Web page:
"We don't comment on speculation -- and there has been a lot of speculation -- but I will say this: Opel is not for sale," Akerson said at a news conference on Wednesday when asked about Opel's future.
Akerson was speaking at a GM plant to officially launch labor talks with the United Auto Workers union.
Speculation about Opel's future began in early June with reports by German media the European unit could be sold and that possible buyers included Chinese automakers or Volkswagen <VOWG_p.DE>.
Opel Chairman Nick Reilly said on June 30 that GM was "very satisfied" with Opel's progress, but failed to quash rumors GM was mulling a sale.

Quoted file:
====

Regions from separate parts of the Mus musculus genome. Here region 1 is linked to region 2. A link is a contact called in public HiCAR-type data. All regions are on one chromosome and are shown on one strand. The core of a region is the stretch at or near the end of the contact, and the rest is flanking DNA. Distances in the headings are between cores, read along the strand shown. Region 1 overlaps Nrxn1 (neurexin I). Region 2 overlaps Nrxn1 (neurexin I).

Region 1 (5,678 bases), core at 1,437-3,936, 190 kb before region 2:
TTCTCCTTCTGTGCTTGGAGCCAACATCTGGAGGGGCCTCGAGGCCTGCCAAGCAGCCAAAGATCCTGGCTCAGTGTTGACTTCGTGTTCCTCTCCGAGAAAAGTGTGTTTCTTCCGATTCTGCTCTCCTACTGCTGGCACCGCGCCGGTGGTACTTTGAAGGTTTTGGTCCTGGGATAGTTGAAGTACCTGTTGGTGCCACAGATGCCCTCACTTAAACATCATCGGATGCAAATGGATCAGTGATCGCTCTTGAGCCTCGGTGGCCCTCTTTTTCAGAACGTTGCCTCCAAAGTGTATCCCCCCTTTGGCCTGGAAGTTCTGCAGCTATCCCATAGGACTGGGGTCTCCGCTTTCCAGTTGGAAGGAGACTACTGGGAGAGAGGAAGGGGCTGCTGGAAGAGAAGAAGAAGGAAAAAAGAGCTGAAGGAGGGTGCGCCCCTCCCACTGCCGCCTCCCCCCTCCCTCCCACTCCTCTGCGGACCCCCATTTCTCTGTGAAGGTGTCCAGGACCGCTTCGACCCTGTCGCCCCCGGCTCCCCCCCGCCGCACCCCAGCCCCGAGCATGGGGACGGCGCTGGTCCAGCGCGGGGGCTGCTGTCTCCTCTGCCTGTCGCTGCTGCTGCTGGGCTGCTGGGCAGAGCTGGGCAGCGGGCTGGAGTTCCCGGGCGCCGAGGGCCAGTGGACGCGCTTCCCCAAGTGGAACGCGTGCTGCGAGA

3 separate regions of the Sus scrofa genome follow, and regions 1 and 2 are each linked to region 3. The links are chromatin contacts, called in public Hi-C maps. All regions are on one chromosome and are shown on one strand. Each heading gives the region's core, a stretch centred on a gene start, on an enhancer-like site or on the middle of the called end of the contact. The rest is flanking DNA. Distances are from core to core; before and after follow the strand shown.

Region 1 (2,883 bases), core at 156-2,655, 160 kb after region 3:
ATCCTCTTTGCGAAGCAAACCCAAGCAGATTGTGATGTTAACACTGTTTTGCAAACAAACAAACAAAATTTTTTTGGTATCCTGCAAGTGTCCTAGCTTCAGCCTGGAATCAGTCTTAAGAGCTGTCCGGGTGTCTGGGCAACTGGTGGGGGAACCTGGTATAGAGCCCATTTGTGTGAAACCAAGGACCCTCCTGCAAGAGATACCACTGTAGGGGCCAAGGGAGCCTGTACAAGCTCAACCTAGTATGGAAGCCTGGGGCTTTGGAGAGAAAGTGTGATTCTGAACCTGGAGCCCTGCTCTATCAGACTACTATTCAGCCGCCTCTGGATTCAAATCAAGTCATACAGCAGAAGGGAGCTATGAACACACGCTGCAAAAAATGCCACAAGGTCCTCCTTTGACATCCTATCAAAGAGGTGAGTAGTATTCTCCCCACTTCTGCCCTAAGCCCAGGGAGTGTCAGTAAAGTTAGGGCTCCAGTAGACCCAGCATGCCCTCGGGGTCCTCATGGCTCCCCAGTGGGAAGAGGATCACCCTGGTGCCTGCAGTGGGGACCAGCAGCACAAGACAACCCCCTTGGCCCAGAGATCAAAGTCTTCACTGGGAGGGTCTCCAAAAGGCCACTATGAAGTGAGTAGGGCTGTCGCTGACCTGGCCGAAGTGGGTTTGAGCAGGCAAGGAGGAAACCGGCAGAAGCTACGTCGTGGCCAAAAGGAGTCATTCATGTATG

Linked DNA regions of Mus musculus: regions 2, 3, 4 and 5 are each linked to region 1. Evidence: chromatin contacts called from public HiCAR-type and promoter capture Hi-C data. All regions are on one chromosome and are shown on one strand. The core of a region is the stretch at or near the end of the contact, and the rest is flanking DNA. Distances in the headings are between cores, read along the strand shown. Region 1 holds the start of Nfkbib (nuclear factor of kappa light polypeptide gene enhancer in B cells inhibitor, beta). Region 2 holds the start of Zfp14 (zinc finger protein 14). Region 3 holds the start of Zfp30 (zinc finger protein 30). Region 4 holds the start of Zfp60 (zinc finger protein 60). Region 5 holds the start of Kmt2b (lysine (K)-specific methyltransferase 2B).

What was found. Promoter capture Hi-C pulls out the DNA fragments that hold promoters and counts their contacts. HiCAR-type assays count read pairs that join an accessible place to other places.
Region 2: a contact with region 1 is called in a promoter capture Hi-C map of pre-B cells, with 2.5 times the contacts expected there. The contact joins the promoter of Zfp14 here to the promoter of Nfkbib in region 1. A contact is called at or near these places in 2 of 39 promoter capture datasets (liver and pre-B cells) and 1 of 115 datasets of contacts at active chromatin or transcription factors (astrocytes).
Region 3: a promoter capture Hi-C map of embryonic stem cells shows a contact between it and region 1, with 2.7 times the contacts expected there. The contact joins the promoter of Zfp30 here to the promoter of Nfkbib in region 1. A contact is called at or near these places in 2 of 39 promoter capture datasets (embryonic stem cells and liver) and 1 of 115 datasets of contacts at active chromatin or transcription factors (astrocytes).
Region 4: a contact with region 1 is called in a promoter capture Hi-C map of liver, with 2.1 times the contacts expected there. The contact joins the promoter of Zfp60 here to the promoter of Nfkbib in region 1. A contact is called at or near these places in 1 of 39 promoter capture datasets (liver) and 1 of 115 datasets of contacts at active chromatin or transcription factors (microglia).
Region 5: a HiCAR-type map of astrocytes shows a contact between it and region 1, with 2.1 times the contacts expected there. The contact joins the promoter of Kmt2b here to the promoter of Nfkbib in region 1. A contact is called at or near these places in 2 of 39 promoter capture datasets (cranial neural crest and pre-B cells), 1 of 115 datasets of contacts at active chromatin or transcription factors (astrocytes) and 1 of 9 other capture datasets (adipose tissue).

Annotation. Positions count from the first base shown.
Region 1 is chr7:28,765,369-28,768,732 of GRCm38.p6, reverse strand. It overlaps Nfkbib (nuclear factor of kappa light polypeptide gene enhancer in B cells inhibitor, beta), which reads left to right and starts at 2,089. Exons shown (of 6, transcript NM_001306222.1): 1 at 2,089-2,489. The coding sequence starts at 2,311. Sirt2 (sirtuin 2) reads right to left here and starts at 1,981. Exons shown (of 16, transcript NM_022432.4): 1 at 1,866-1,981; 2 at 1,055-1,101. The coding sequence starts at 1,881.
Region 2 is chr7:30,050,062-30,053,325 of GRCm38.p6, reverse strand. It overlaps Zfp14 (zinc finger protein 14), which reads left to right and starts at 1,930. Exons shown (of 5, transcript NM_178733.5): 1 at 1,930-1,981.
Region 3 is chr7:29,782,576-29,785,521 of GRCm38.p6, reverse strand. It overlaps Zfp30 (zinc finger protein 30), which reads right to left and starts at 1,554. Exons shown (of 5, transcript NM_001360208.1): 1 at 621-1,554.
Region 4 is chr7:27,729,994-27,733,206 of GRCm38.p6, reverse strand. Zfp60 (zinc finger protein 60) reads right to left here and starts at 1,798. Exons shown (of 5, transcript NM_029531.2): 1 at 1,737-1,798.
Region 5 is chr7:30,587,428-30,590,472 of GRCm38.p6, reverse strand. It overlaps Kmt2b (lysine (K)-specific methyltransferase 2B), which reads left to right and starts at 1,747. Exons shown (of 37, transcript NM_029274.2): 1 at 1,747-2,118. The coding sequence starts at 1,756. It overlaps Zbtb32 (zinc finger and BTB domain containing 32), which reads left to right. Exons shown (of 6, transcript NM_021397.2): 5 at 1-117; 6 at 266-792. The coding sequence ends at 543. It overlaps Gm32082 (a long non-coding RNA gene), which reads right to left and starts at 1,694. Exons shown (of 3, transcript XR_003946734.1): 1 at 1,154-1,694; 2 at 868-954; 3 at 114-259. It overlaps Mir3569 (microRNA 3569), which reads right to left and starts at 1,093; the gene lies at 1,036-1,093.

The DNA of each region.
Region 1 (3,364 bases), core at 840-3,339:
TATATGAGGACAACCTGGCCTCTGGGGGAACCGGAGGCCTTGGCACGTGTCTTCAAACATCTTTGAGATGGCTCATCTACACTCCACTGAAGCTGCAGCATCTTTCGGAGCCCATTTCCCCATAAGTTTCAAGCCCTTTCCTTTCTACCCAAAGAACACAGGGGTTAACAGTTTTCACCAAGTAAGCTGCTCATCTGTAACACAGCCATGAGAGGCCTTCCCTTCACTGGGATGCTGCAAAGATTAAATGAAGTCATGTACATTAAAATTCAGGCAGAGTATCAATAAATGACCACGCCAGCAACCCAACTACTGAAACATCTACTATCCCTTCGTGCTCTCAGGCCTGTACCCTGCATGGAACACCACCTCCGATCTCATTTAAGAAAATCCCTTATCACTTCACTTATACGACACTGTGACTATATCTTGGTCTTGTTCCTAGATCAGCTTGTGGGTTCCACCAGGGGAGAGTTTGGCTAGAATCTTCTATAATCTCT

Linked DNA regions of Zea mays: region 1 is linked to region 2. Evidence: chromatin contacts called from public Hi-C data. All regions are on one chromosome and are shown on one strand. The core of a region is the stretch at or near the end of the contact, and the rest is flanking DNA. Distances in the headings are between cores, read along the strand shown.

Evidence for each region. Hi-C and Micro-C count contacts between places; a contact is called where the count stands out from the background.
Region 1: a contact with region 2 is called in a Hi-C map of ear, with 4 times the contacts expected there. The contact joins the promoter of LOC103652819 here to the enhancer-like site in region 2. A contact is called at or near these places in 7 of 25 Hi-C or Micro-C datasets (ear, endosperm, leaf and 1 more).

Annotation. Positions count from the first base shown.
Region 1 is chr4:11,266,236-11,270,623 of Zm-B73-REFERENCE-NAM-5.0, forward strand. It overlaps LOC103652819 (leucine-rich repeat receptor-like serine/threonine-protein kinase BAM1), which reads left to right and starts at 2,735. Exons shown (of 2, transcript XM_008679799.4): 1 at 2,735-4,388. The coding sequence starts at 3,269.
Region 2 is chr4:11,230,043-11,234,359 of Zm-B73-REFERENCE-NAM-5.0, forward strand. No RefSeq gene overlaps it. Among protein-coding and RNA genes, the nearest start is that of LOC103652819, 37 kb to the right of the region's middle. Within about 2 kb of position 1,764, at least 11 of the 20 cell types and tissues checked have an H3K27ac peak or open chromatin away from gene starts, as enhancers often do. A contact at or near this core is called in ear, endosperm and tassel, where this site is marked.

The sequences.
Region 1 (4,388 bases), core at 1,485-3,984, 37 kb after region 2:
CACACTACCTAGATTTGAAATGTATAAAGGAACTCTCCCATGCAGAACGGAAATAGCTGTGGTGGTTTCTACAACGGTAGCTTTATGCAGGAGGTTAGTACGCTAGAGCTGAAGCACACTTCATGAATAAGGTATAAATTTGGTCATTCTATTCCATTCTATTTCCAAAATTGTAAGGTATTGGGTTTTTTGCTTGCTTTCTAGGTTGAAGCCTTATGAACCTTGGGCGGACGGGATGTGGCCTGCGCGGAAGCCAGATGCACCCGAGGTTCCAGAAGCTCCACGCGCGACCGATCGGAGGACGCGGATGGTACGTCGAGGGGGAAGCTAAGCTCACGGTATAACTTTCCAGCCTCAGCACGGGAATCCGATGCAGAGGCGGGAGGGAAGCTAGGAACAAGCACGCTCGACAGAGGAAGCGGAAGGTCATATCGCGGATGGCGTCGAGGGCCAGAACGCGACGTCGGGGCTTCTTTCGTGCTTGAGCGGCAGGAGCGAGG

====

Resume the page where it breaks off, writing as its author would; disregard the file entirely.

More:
However, Opel remains a high-cost player in a low-growth region, in a segment dogged by cutthroat competition, leading to speculation of a sale or labor concessions by its workers.
Earlier this month, when criticizing VW CEO Martin Winterkorn for speculating on Opel's fate, GM failed to address specifically whether Opel was for sale.
German government leaders and Opel union officials have been frustrated by GM's refusal to address the rumors directly.
Opel officials were not immediately available to comment on Wednesday.